Castration of colts is generally a routine procedure that can be done from anytime once two testicles have descended into the scrotum. Colts can be castrated from when they are still on their mother right through to older stallions that have served mares.
Castration is usually done in the paddock at the owner’s property under a short general anaesthetic. This means the colt needs to be well handled enough to inject drugs into the vein. The procedure involves surgically removing the testicles and clamping off blood vessels with emasculators. The surgical site is left open for drainage of the site in the days following castration. Light bleeding can be normal following castration but heavier bleeding is more of a concern.
Evisceration, or guts falling out, and infection are other less common complications. The older a stallion is, the more complications that can arise from castration. All colts will be treated with a short course of antibiotics, a short-acting tetanus antitoxin and anti-inflammatories after surgery.
Aftercare of a new gelding that has just been castrated involves a short course of antibiotics and exercise for a few days to ensure adequate drainage and minimise swelling of the area.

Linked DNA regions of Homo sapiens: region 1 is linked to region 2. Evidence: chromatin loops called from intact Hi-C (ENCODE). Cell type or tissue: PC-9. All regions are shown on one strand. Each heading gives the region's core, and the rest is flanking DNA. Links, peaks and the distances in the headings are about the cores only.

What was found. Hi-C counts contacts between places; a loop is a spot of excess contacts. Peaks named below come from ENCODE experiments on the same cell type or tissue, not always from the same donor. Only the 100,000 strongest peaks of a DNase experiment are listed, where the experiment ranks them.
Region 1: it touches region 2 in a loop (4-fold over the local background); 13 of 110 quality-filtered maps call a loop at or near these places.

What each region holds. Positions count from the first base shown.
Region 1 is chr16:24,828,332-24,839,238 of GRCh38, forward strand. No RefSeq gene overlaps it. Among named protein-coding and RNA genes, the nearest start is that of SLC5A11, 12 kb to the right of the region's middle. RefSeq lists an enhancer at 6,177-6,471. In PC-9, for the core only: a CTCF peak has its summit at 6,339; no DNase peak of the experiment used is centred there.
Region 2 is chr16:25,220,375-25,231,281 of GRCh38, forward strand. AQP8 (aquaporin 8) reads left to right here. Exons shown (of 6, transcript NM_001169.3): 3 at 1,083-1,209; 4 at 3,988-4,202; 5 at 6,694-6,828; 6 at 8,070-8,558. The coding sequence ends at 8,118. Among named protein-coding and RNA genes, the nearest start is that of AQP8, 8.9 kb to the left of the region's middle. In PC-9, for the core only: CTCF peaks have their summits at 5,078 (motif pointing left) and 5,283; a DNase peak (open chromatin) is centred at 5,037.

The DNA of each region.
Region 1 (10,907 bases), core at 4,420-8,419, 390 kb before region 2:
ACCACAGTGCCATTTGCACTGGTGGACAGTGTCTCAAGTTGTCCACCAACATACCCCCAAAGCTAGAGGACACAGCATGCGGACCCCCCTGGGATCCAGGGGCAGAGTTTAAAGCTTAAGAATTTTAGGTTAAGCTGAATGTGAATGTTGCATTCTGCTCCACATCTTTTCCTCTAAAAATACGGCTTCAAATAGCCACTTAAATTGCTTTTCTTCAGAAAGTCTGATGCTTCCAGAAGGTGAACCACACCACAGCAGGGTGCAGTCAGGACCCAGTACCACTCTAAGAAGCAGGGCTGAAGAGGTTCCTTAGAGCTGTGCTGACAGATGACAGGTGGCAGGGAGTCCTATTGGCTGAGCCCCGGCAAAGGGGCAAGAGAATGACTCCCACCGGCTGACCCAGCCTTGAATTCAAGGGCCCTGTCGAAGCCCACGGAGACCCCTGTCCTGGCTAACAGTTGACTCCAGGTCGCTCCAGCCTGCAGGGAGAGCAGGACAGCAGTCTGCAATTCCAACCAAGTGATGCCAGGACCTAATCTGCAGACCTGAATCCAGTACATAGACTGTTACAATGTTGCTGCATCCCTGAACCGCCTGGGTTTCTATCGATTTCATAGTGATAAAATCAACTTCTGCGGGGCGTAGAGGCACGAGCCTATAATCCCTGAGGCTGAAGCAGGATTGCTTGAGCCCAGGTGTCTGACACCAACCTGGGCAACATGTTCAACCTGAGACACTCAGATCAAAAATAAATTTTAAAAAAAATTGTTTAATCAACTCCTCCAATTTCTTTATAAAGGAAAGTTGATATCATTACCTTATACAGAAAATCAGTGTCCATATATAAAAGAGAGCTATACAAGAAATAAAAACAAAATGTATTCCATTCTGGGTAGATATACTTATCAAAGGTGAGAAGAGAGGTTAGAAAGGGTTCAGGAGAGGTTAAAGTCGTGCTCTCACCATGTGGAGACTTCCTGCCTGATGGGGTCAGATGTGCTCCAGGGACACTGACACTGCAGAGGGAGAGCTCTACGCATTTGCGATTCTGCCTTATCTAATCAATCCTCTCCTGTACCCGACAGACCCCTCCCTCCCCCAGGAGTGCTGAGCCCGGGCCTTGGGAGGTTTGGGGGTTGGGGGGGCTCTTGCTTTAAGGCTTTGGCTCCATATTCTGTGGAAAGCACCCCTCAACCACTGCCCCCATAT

Occasionally we find some colts only have one descended testicle. This classifies them as a cryptorchid, more commonly known as a rig. Testicles descend from up near the kidney during fetal development, and down through the inguinal canal into the scrotum. Sometimes the testicle doesn’t make it all the way into the scrotum so the colt presents as a rig. A rig will still have all the same behaviours as a colt and can still be fertile. It is not appropriate to remove the descended testicle without removing the undescended one, as the animal will still be a colt. If a rig is identified it is recommended for the surgery to take place at the clinic under more controlled conditions in case the abdomen needs to be opened while looking for the undescended testicle. The surgical site is then closed by sutures. A colt who has had a closed castration should not be actively exercised for at least 10 days after surgery.
Castration of colts is a common procedure that is essential for managing behaviour and fertility in many males horses but it does not come without possible complications.
- Megan Reidie